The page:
Surveillance by A Frames.
I am in love with ya
A conference with topics of data, democracy, privacy, censorship, algorithms and surveillance.
I will watch the keynote from Snowden of course, and then I think the debates on evoting and end-to-end encryption. Maybe IoT and data.
I saw Digital Selves (with visuals from Rumblesan), Vou (+Rumblesan) and Miri Kat (with visuals from hellocatfood). They all smashed it.
The Museum of Brands also had a display of old radios. Check out this beauty:
Solid State, aw yeah. We had a radio that looked like this when I was growing up (although I think it must have been newer than this one.)
Adversarial Interoperability, a useful concept to keep in mind. In part the IndieWeb is a form of this, as it offers a way of staying outside walled gardens, while still being able to pass messages back and forth through its gates (i.e. API’s), through POSSE / sometimes PESOS. Though some platform…
Took out a subscription to the Italian, English language, monthly Renewable Matter, on bio-economics and circular economy. Came across it earlier this week. As part of my open data work I am currently involved in a circular economy project focused on building a longterm oriented and wide ranging das…
Plan would recognise NHS as ‘economic anchor’ and link health measures to climate goals
This time I did one big walk, hiking from Skelwith up to Swirl How in the Coniston set of fells. It’s 2630 feet high, just 3 feet shorter than the Old Man of Coniston. The walk there and back took about 7 hours.
One of my favourite views that I’ve come across in the Lakes is en route to Little Langdale, looking through the Blea Tarn pass towards the Langdale Pikes. This is a set of peaks rising from the Langdale Valley. They have great names like Pike O’Blisco, Harrison Stickle, Sergeant Man, Pavey Ark, etc.
(Question: If you cross a stream near Harrison Stickle, is it a Harrison Ford? Answer: yes. yes it is.)
We did a couple of shorter walks too. One up the excellently named Iron Keld, leading towards Black Crag. The signpost on the way is great – you have a choice of paths leading to either “Sunny Brow”, or “Iron Keld” and “Black Crag”. It feels a bit like choosing between Hobbiton and Mordor. But for reference, Iron Keld is much more fun than Sunny Brow – it’s an old pine plantation.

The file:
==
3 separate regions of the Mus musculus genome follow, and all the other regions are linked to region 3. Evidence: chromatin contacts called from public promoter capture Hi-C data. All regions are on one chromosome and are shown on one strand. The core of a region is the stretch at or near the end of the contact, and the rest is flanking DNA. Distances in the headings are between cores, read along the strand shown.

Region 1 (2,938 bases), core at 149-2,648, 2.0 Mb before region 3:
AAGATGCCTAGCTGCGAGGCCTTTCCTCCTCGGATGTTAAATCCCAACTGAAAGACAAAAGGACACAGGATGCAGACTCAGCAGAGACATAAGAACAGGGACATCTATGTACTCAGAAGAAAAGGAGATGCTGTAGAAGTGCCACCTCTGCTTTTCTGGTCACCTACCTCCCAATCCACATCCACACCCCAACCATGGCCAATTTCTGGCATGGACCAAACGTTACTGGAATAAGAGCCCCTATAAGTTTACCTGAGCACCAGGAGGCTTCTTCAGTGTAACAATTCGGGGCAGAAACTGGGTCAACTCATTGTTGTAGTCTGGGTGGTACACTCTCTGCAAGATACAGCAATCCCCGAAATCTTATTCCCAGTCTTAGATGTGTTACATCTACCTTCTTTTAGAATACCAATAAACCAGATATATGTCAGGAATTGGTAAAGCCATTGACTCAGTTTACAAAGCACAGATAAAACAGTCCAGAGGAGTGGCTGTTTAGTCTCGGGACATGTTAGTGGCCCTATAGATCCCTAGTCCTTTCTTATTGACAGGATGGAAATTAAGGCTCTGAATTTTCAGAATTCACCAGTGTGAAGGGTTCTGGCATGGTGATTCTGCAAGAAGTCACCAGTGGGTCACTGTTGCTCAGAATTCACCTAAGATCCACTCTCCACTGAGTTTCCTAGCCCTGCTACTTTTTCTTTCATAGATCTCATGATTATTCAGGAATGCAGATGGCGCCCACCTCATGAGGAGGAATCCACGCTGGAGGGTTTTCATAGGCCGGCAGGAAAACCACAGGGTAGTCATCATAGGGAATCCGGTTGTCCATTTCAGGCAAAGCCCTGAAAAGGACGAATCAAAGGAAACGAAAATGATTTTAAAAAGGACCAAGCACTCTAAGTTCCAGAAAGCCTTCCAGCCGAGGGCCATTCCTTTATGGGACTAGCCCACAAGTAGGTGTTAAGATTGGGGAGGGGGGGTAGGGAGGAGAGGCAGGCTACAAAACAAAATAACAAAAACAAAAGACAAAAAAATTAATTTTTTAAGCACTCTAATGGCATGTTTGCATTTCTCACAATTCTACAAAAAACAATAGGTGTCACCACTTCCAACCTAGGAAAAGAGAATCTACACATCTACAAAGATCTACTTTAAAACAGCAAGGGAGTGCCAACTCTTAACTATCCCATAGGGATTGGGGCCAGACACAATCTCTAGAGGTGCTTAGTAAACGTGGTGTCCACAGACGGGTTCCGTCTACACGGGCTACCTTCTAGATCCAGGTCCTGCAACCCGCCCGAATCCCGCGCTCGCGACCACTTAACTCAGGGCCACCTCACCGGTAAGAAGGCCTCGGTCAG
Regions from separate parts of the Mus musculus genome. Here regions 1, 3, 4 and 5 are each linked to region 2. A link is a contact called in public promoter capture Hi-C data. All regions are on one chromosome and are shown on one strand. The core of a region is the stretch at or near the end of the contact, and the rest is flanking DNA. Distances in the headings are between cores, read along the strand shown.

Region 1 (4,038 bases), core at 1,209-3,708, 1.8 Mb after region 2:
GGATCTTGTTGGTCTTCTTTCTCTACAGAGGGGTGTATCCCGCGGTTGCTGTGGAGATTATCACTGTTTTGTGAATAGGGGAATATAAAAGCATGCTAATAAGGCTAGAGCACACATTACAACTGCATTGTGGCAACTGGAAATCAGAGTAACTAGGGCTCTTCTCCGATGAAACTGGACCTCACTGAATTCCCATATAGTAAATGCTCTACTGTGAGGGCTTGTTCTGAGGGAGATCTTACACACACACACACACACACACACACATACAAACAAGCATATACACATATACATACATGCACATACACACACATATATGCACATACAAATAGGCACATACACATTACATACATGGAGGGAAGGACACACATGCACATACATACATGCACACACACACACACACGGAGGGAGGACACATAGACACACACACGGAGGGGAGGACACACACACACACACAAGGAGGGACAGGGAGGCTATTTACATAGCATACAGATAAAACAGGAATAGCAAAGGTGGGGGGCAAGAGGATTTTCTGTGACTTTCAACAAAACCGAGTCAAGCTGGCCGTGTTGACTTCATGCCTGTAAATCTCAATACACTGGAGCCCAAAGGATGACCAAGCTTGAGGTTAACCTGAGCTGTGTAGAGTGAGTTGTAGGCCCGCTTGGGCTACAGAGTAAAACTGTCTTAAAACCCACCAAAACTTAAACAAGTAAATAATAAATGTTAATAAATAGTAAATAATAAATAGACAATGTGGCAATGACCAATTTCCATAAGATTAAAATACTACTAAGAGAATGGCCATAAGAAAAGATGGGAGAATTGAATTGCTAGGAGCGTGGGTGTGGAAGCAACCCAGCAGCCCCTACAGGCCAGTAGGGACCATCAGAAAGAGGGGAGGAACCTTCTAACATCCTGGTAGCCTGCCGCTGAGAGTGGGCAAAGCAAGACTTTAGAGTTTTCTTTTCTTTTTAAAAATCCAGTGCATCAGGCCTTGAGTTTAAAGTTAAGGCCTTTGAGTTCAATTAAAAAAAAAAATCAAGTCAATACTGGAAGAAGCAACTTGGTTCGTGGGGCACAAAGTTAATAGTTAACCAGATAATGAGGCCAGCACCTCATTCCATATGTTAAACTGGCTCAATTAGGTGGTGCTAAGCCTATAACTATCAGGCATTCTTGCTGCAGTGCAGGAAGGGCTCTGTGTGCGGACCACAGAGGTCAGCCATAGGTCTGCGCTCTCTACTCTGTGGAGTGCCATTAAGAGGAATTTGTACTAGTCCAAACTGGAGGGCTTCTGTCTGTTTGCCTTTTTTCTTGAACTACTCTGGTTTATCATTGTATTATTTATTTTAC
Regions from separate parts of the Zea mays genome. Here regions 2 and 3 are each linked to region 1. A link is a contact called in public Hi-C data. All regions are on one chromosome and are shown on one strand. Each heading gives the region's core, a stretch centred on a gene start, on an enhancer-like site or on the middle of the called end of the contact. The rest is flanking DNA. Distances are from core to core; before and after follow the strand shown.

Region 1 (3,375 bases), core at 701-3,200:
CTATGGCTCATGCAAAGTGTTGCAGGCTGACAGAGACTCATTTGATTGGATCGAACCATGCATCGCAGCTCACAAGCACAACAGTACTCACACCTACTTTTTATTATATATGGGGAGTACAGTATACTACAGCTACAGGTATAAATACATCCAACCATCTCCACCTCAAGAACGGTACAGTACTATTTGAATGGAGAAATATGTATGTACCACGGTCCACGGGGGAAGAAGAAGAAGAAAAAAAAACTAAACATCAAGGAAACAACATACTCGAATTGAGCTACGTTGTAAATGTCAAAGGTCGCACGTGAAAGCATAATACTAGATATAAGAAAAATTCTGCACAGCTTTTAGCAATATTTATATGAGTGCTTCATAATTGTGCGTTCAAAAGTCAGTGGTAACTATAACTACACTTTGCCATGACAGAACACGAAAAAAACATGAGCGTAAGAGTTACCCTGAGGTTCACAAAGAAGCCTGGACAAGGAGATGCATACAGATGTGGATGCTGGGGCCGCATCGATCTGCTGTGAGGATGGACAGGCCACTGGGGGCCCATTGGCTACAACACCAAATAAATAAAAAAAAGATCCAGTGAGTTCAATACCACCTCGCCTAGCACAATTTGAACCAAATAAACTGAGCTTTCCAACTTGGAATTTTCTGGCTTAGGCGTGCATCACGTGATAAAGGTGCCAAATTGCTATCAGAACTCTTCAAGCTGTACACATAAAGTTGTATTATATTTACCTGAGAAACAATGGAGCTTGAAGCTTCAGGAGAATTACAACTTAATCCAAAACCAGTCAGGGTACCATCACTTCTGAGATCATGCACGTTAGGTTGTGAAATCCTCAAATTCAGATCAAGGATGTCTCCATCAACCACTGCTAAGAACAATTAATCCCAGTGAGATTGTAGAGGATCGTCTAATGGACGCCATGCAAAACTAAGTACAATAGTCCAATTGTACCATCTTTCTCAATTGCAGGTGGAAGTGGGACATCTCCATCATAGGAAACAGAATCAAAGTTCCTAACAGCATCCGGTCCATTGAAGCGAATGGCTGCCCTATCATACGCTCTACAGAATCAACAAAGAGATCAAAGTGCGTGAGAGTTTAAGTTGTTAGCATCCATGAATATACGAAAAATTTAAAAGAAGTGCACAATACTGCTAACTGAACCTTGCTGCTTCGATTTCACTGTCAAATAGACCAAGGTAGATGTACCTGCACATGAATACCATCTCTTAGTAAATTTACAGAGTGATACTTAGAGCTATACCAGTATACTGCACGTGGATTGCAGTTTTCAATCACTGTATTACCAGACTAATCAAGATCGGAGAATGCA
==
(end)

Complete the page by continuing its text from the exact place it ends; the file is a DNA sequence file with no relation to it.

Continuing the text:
The other short walk was up Loughrigg Fell, which joins Skelwith Bridge and Ambleside. It’s a low fell but a beauty. When you get near the top it is has lots of gentle undulations, lots of little paths to explore, and some great panoramic views – down towards Ambleside, over to Windermere, great views of Grasmere and Rydal Water. This time of year it is covered in ferns and looks a little bit like Tellytubby Land in my opinion.
Loughrigg Tarn is a total beauty spot. An idyllic smallish tarn on the south side of Loughrigg. A good spot for taking a dog for a swim and looking over towards the Langdale Pikes from a different angle. You get a good view down to it from the top of Loughrigg.
I can highly recommend a trip to the Lakes.
I remember muxtape with great fondness. After its demise, I’ve made a bunch of mixtapes using opentape.fm. Selfhosted and all. Will definitely check out duxtape! Thanks for the tip (:
Ana’s personal blog
If you’re reading this, interact with it. This is a slight experiment in reach in the IndieWeb.
"The Anishinaabe could gather more, said Jenks, “if they did not spend so much time feasting and dancing”—rather missing the point that at least some of that dancing was both for joy and an element of food production. "
As countries across Europe struggle with housing crises, Switzerland’s innovative housing co-operatives point the way towards an alternative.
“the Swiss example shows how these non-state and non-capitalist actors can build quality housing at a mass scale, if they’re encouraged — and that they can create a model of housing provision that moves beyond speculation into something more democratic and innovative.”
This article points to Switzerland and Zurich in particular as examples of more active housing co-op markets. Although it doesn’t give much insight into how to get to that point from our current position in the UK.
“We don’t need you to type at all. We know where you are. We know where you’ve been. We can more or less know what you’re thinking about”
That was nearly 9 years ago.